“Radical Happiness” – Matthew 5
Epiphany 5 – February 5, 2017
- Happiness in our world
A couple of weeks ago we landed on Jesus’ Sermon on the Mount, focusing on the spiritual pitfalls that He identified specifically in Matthew 6 and 7. Today, we’re going to go back to the beginning of the Sermon on the Mount in Matthew 5.
Often when people think about the Sermon on the Mount, the first thing that comes to mind is the Beatitudes – the nine “blessed” statements Jesus made at the beginning of his message. [put them on the screen] The latin word ‘beatus’ literally means ‘blessed’ or ‘happy.’ That means that Jesus began his longest monolog by defining true happiness. The only problem is Jesus’ definition of happiness is not how people today would define happiness. People today would define happiness with phrases like this: financially secure; meaningfully employed; a stable mutually satisfying marriage to an attractive spouse; responsible kids; ample leisure time and toys for fun activities; a nice house with a few more square feet than you actually need; a safe neighbourhood and a peaceful country. If you had all those things, you’d probably be pretty happy.
Simon Sinek talks about the struggle that millennials have to find happiness in life.
https://youtu.be/hER0Qp6QJNU 7:26 – 8:29 – instant gratification – no app for that.
8:45 – 10:23 – impatience… things take time, ends with “best case scenario”
- Jesus’ counter-intuitive happiness
You know the difference between what our society defines as happiness and what Jesus defined as happiness is that our world defines the winners as the happy ones, while the only people Jesus talked about were considered losers by society: the poor in spirit, the mourners, the meek, the persecuted. No one wants to be around people like that. But according to Jesus, the way to be truly happy is to be counter-intuitive, and counter-cultural:
Acknowledging our moral bankruptcy instead of boasting moral superiority,
Mourning over our sin and confessing it rather than claiming to be without sin,
Demonstrating humility – walking humbly with our God – rather than flaunting pride,
Fervently desiring God’s righteousness and forgiveness instead of earthly satisfaction,
Showing mercy to those who truly need it rather than walking by on the other side,
Expressing singleness of heart in our worship of God in lieu of considering a multitude of beliefs,
Working toward peace with others instead of needing to win or to be right,
Accepting mistreatment for the sake of Jesus rather than hiding our faith to be safe.
Jesus loved and ministered to the down and out people, and if we want to be His followers, that’s where we will find true meaning in life, too – going out of our way to include and show compassion to those who are troubled.
- Influencing others
And that’s where Jesus takes us next in His Sermon on the Mount – to the topic of influencing others. Today many people believe that the most important thing about religion is keeping it private. So, you’ll hear people talk about worshiping God in nature rather than in the company of other believers. People will insist on religion being one of those topics that you really don’t talk about… it’s private, personal. For some, privacy is more essential than truth. But how can you check the truth of your beliefs if you don’t talk about them with others? How can you impact people positively, for God, if you don’t talk to them?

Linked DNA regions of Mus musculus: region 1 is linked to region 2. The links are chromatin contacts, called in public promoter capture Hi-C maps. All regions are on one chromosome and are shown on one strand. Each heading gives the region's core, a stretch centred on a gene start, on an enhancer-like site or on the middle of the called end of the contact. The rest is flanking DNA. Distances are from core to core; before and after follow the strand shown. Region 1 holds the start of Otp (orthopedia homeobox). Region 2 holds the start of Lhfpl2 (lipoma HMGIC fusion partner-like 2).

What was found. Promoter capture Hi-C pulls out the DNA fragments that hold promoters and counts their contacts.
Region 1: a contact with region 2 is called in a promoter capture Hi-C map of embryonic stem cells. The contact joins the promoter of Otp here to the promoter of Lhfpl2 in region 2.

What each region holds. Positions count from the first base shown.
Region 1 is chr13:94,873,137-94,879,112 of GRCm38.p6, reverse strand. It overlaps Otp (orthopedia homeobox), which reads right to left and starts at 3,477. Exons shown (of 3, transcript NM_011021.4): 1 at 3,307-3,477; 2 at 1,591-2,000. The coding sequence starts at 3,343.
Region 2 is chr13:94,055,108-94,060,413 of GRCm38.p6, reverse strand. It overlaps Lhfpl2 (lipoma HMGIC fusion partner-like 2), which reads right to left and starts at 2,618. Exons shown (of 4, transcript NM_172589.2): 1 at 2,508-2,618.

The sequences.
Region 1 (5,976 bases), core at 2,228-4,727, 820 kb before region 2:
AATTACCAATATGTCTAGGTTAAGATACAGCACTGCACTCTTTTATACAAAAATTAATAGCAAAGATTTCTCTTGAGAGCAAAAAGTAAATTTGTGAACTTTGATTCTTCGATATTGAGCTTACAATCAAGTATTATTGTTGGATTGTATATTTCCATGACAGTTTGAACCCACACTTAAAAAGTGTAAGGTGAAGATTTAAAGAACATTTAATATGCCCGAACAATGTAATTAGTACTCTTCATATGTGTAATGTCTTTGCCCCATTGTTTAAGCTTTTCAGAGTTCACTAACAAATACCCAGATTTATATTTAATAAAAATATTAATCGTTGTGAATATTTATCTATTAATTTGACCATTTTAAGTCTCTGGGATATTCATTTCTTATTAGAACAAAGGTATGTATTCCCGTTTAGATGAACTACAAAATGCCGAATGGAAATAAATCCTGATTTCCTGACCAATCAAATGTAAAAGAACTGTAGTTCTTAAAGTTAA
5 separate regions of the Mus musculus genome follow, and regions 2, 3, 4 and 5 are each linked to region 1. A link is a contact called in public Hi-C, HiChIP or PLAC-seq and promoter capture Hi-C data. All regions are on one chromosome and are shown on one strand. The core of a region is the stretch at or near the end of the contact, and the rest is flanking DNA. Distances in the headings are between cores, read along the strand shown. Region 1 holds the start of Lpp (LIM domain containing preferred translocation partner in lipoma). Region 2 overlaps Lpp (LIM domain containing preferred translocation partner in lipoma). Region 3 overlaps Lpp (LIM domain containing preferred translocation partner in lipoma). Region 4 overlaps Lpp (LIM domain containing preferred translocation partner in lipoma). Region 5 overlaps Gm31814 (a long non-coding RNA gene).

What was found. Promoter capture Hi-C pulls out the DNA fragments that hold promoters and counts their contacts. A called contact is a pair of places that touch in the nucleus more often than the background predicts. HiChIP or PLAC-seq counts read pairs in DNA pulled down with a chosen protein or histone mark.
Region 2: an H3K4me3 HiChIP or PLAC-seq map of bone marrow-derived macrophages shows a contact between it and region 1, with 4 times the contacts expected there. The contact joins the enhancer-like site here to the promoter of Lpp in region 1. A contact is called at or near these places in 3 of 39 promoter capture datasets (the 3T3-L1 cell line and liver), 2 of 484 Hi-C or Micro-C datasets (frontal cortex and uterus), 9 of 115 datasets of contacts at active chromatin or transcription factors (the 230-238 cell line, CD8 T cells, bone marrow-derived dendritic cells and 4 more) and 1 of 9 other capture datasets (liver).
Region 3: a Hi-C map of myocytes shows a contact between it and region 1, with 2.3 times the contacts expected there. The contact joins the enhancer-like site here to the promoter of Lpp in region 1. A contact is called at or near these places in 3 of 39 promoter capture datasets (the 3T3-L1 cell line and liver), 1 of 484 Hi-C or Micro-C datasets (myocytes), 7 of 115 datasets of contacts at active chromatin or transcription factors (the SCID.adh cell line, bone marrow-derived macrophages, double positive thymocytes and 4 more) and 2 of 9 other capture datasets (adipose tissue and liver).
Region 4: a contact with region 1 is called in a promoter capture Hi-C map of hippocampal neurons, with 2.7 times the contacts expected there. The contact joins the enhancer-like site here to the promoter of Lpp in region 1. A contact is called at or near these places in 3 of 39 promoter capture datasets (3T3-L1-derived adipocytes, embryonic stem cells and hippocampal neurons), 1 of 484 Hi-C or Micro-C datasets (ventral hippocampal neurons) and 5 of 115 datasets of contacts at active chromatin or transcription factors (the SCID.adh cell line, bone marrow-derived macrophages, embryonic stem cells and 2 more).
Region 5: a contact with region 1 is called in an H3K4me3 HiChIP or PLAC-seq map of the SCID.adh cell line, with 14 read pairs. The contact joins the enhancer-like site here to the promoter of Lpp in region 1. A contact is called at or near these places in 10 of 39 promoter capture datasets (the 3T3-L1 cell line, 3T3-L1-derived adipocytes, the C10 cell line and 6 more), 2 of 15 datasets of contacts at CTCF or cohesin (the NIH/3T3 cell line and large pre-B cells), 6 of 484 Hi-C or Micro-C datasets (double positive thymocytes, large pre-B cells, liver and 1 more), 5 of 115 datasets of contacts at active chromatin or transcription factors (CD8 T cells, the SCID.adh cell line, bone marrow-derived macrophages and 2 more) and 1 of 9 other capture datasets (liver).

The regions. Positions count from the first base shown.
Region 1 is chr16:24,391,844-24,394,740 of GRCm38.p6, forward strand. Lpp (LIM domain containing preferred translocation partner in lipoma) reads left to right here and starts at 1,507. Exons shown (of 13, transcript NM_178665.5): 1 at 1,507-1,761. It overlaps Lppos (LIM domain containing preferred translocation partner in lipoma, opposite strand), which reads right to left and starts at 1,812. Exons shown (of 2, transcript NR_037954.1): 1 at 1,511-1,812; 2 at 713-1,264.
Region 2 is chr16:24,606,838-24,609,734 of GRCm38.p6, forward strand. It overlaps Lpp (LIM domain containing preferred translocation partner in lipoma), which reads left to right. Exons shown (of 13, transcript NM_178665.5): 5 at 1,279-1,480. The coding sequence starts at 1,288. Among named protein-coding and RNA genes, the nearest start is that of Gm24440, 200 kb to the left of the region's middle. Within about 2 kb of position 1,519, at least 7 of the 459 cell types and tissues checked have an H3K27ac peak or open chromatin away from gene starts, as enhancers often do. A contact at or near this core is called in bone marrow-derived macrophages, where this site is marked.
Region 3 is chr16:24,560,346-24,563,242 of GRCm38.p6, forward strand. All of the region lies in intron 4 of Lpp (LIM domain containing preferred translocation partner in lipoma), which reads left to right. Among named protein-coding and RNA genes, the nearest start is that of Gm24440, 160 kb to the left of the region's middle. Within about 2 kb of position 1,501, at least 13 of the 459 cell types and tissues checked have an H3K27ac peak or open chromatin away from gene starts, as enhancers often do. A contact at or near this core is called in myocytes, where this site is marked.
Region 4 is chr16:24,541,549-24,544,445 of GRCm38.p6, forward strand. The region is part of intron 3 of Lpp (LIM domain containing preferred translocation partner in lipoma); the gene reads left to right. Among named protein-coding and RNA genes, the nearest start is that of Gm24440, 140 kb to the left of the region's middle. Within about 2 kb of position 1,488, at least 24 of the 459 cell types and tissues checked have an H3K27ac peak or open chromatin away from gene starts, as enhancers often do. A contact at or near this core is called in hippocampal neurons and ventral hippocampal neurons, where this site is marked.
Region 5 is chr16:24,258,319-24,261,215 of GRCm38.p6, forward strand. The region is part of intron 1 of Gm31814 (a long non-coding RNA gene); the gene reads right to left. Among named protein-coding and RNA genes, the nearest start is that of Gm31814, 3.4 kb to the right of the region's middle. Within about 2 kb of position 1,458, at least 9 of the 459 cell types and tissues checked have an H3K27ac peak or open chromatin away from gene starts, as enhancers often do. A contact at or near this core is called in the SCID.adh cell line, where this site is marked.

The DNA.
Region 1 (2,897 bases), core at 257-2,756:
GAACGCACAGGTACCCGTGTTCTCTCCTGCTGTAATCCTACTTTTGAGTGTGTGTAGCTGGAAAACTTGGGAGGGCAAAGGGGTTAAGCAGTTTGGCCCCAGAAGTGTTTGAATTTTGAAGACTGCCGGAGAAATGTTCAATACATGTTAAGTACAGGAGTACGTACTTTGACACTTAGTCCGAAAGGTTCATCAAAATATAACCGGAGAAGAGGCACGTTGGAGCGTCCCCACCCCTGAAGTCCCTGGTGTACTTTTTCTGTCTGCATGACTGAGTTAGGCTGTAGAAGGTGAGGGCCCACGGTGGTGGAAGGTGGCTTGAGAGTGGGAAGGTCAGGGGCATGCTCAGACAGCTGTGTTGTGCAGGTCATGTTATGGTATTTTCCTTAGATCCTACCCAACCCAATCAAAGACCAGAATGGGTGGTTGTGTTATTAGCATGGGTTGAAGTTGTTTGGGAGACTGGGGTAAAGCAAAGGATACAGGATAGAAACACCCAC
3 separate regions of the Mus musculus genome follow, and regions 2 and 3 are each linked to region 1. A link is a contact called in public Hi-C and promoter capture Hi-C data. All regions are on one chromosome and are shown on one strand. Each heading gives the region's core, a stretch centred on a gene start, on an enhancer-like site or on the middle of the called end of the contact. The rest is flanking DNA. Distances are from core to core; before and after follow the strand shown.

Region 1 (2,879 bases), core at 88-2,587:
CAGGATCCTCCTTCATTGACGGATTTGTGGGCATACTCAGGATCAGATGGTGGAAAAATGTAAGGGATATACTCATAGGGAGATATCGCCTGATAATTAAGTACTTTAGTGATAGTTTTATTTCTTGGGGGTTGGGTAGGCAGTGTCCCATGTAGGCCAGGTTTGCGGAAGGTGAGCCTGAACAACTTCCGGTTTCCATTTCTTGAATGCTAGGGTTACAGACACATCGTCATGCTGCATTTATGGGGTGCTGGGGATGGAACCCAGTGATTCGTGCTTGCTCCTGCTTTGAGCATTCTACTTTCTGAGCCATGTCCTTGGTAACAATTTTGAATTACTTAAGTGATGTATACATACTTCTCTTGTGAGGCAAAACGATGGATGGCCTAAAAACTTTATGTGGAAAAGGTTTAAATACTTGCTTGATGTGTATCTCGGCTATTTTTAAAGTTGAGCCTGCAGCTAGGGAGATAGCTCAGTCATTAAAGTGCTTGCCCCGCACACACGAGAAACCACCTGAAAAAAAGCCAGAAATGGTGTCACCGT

Jesus asserted that His followers are two things – salt and light. And He challenged them to be those two things in their world, influencing other people in positive and Godly ways.
- Salt of the earth
You are the salt of the earth, Jesus said. In the Beatitudes, Jesus consistently used the third person plural: “theirs is the kingdom of heaven,” “they shall be comforted,” “they shall be satisfied,” and “they shall see God.” Now, He begins to use the second person plural – you. He’s not just referring to them out there – those meek ones, the merciful ones, the pure in heart. Now, He addresses the disciples directly in the second person – you. And that includes… YOU! Yes, we are to take these words of Jesus personally. YOU are the salt of the earth. What does that mean? Well, salt has a couple of purposes. First, it is used as a preservative. We are not so familiar with that these days because we have refrigerators and freezers in which to store our meat. But in the olden days – some of you have experienced this personally – they used to use salt to preserve meat. They would cover the meat with salt and then hang it in a cool, dry place. You would rinse the salt off before cooking the meat. When we make our home-made sausage, the casings still come covered in salt.
The second purpose of salt is to flavour food. Whether it’s on fried eggs, or cooked vegetables, or that steak on the BBQ, salt somehow seems to make it taste a little better. Too much salt, doctors counsel, is not good for you, so there is this trend toward purchasing low sodium prepared foods from the grocery store. But your body does need some salt. It helps to control fluid balance and the functioning of the muscles and the nerves.
When Jesus says that YOU are the salt of the earth, He’s talking to those who believe in Him, and He includes both those purposes of salt in His assertion. His followers are meant to preserve and flavour the people of the world with Jesus’ own morals and values, with His own love, compassion, mercy, kindness, humility and sacrifice.
Think of your various spheres of influence: your spouse, your children / grandchildren, your extended family, your friends, those you work with, those who live on your street, those you interact with in a sport or social activity. How can you provide a Jesus-flavour, a Jesus-impact on their lives every day? It’s going to be in the words you say and how you say them. It’s going to be in your attitudes to them. It’s going to be in your deeds of kindness. Jesus gave us a hint of what it means to be the salt of the earth in one of his last teachings in Matthew’s Gospel. He said that we are Christ to other people by giving them something to eat or drink, by welcoming them, by clothing them, or by visiting them when they are sick or in prison. That is being the salt of the earth.